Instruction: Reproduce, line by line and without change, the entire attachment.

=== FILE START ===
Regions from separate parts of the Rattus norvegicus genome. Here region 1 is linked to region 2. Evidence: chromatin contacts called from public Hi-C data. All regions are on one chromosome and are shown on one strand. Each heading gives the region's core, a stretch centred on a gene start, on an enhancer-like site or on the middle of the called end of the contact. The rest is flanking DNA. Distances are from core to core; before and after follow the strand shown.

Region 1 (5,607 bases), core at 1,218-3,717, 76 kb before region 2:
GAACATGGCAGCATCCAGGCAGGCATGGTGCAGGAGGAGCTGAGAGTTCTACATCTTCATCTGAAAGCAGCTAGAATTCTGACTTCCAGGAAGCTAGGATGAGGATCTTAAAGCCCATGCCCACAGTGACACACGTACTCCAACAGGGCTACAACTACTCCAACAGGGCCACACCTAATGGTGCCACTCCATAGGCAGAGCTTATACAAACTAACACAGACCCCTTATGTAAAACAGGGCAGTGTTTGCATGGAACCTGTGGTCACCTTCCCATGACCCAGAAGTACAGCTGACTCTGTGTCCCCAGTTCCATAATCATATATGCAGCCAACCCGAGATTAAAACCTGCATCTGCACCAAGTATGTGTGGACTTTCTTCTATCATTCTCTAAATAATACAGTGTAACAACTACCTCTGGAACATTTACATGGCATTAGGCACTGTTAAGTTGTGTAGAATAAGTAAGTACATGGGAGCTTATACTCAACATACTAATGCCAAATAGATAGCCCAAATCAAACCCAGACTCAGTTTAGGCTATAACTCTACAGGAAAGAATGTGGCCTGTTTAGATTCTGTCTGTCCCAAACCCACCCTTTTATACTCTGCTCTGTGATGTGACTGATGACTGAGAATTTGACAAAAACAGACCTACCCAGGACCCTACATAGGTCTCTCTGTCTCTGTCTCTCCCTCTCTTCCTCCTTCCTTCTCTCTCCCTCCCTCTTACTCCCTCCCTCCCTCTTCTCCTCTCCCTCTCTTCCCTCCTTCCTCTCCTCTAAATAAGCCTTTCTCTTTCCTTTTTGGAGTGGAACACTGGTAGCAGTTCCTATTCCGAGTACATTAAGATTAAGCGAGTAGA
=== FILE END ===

Regions from separate parts of the Rattus norvegicus genome. Here region 1 is linked to region 2. Evidence: chromatin contacts called from public Hi-C data. All regions are on one chromosome and are shown on one strand. Each heading gives the region's core, a stretch centred on a gene start, on an enhancer-like site or on the middle of the called end of the contact. The rest is flanking DNA. Distances are from core to core; before and after follow the strand shown.

Region 1 (5,607 bases), core at 1,218-3,717, 76 kb before region 2:
GAACATGGCAGCATCCAGGCAGGCATGGTGCAGGAGGAGCTGAGAGTTCTACATCTTCATCTGAAAGCAGCTAGAATTCTGACTTCCAGGAAGCTAGGATGAGGATCTTAAAGCCCATGCCCACAGTGACACACGTACTCCAACAGGGCTACAACTACTCCAACAGGGCCACACCTAATGGTGCCACTCCATAGGCAGAGCTTATACAAACTAACACAGACCCCTTATGTAAAACAGGGCAGTGTTTGCATGGAACCTGTGGTCACCTTCCCATGACCCAGAAGTACAGCTGACTCTGTGTCCCCAGTTCCATAATCATATATGCAGCCAACCCGAGATTAAAACCTGCATCTGCACCAAGTATGTGTGGACTTTCTTCTATCATTCTCTAAATAATACAGTGTAACAACTACCTCTGGAACATTTACATGGCATTAGGCACTGTTAAGTTGTGTAGAATAAGTAAGTACATGGGAGCTTATACTCAACATACTAATGCCAAATAGATAGCCCAAATCAAACCCAGACTCAGTTTAGGCTATAACTCTACAGGAAAGAATGTGGCCTGTTTAGATTCTGTCTGTCCCAAACCCACCCTTTTATACTCTGCTCTGTGATGTGACTGATGACTGAGAATTTGACAAAAACAGACCTACCCAGGACCCTACATAGGTCTCTCTGTCTCTGTCTCTCCCTCTCTTCCTCCTTCCTTCTCTCTCCCTCCCTCTTACTCCCTCCCTCCCTCTTCTCCTCTCCCTCTCTTCCCTCCTTCCTCTCCTCTAAATAAGCCTTTCTCTTTCCTTTTTGGAGTGGAACACTGGTAGCAGTTCCTATTCCGAGTACATTAAGATTAAGCGAGTAGA